Da WIM MAX ZPEED inveztigazheeyat cummah!


#61

It’s common with editions - Czerny’s marking is probably the 72, while the 101-132 in parenthesis is the editor’s suggestion.

Unless the file has been edited from a Belgian IP address in recent months :lib:


#62

Da DOC is not amused by da WIM!

doc


#63

The editor is borderline agreeing with Wim, in effect… 108= half speed tempo.


#64

It sounds like that’s exactly what he is :wink:

I used to be, but this rant has overstayed its welcome by now - especially the way he now advertises it as an established fact.


#65

I strongly suspect the only obstacle to playing it in octaves at this tempo is fatigue.


#66

It sort of does redefine the genre. Wim’s way all the difficulties are transferred to the listener instead. :yum:


#67

In the comments, he promises, I mean threatens, to “perform” all the chopetz at the “authentic tempo”.


#68

“if you are excited for the next etude…”

:yum:


#69

The 10/1 tempo makes da :pimp: sightreading it a rather banal non-achievement.


#70

I think the best thing, if such an aspect exists, is that the slow tempo lays completely bare how profoundly unmusical his “playing” is. It’s devoid of phrasing, dynamic variety and anything which might be interesting, apart from the odd completely unintentional pseudo-agogic accent.


#71

Incidentally, I don’t know what the consistency were with 18th and 19th C metronomes (I do think both Schumann’s and LvB’s were off, not least since Liszt said so), but I really think tempos in piano music were faster back then because of the instruments. I keep both an upright and a grand at home, and the lighter action of the upright really does invite you to play faster - especially in virtuosic works. Add to that the lighter sound of instruments from the time as well and da x-mofo’s speedy gonzales theory of early romanticism is complete.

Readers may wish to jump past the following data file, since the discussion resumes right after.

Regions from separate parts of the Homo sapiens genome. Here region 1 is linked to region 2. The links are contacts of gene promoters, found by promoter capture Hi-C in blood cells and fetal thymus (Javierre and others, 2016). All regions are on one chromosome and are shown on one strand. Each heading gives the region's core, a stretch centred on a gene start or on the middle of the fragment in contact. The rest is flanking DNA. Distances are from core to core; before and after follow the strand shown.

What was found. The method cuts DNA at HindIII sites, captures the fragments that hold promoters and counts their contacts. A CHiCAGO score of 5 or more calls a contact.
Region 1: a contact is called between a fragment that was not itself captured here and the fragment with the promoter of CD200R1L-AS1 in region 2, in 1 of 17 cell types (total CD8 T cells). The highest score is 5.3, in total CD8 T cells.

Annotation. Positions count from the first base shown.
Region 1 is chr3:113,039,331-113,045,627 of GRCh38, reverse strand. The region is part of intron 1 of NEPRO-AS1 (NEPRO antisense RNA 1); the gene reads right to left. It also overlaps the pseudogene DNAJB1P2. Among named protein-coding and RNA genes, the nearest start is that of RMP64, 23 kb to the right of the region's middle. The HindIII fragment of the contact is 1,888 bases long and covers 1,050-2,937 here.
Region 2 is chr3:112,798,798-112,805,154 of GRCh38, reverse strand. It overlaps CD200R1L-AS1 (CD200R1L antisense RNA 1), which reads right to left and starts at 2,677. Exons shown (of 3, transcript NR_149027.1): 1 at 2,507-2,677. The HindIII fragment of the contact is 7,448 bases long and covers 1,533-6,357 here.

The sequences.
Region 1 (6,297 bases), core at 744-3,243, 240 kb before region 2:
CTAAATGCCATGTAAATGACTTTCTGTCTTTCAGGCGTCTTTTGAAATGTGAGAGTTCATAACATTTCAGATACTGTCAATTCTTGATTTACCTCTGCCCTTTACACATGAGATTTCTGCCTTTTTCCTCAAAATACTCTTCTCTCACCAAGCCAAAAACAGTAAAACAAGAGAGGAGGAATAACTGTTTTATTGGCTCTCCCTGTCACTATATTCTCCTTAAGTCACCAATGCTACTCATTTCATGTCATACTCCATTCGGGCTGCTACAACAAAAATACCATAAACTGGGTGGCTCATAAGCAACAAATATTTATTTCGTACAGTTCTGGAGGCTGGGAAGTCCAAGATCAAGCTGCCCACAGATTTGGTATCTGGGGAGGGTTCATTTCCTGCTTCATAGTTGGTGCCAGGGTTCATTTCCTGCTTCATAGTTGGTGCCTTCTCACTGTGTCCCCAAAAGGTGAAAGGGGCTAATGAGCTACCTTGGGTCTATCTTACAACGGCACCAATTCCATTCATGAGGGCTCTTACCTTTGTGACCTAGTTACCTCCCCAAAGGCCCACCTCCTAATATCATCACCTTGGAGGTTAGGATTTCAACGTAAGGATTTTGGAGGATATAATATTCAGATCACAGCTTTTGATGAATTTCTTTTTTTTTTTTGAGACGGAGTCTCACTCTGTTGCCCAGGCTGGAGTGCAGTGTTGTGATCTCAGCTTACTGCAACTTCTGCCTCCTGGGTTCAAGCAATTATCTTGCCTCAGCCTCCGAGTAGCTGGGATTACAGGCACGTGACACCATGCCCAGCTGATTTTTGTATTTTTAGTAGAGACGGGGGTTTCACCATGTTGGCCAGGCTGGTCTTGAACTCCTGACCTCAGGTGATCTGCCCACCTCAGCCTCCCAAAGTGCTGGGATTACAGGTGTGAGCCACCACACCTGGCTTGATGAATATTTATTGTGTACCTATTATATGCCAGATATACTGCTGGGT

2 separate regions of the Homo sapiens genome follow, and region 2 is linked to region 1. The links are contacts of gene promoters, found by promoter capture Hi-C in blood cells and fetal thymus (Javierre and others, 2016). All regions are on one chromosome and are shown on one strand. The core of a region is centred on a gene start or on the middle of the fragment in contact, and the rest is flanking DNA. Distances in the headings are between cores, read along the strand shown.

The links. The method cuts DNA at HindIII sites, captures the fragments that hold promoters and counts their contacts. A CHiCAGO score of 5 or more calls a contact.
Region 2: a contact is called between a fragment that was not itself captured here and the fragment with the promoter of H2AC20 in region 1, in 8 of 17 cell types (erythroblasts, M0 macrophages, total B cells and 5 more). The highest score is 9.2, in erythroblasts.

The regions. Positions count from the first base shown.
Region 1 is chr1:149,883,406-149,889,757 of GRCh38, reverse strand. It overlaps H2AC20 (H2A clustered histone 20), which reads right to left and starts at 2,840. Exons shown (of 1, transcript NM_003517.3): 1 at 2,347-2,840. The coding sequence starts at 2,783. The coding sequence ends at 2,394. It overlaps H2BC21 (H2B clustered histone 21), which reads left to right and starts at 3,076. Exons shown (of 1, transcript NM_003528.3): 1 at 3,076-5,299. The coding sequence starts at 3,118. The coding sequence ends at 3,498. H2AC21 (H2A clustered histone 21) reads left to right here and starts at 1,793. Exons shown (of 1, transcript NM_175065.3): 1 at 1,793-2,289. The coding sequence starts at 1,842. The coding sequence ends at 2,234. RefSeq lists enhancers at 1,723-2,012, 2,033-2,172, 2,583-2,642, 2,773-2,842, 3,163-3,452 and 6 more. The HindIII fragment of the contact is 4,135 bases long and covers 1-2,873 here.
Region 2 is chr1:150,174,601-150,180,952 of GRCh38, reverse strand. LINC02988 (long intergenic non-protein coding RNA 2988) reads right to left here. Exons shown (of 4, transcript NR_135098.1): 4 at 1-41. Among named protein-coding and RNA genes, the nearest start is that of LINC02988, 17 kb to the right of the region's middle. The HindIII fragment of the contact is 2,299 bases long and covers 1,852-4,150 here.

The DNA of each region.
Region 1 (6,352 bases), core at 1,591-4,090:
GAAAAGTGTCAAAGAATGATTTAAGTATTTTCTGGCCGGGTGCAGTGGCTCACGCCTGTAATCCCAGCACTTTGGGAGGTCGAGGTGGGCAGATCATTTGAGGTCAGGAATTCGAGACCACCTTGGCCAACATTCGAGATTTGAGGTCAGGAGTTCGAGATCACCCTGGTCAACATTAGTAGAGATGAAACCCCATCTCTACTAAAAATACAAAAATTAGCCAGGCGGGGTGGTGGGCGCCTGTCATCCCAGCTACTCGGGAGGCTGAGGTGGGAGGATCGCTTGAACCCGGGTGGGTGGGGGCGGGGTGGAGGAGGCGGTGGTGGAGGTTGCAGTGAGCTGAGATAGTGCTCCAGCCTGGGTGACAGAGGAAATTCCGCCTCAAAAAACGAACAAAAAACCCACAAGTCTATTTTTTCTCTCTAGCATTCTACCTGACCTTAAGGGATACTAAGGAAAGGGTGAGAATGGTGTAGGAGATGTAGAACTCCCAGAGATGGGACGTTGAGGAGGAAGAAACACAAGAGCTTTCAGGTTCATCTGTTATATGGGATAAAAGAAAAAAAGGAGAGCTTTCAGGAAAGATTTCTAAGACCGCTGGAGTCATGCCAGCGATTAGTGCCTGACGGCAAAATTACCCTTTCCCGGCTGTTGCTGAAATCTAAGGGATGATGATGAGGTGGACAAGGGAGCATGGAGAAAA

#72

I’ve been thinking about this from my own rather niche viewpoint of paraphrases…

And actually, if the performances of operas are, for the sake of argument, still in similar tempi to what they were in 1840, then we have an absolutely cast-iron indication of what speed the likes of Liszt and Thalberg were capable in various types of figuration! We can reasonably infer that they wrote stuff like the three hand effect to wrap as many notes around the melody as feasible, and with the melody tempo being defined by the very nature of them reconstituting the original material, we have enough data to evaluate all this nps stuff.


#73

Yeah I made the exact point to my self yesterday. He will probably say that also vocal music has been affected by this


#74

Yeah, and the Ring cycle used to take 24 hours :wink: :clock1:


#75

HAHAHAAH FUCKKK REZPEC DA DOC

Remainin tru to da cauze


#76

:blush:

This is another idea actually. Since it’s a factor of two we’re talking about you should be able to get an indication of the veracity of da wim mofo’s theory even by eye witness reports from concerts. A normal, standard looking recital program from mid-1800s or so. Did it take 3 hours or 6?


#77

No, he just thought it through fully and realised that 90 min D960s would be part of the equasheeyat :smiley:


#78

Well, indeed. Hence a comment I made earlier about von Bulow programming op 101, 106, 109-111. Marathon even given today’s tempi. By wimtempi, hell on earth.


#79

Though we don’t know if they retained the speed of the melodies in their paraphrases. Some might very well have been played slower just to make time for all the filigree, and others might very well have been played faster since they often are on piano. This is randomly something I wish more 88 mofos would take in to account. There is a lot to be learned from listening to singers, and in operatic or rhetorical passages you almost can’t play too slowly - just as when speaking in public.


#80

I doubt the melodies would be mutated to 50% speed, because then they’re almost unrecognisable. Plus or minus 20, yes, I’m fine with that: it falls within the bounds of reasonable interpretative choice.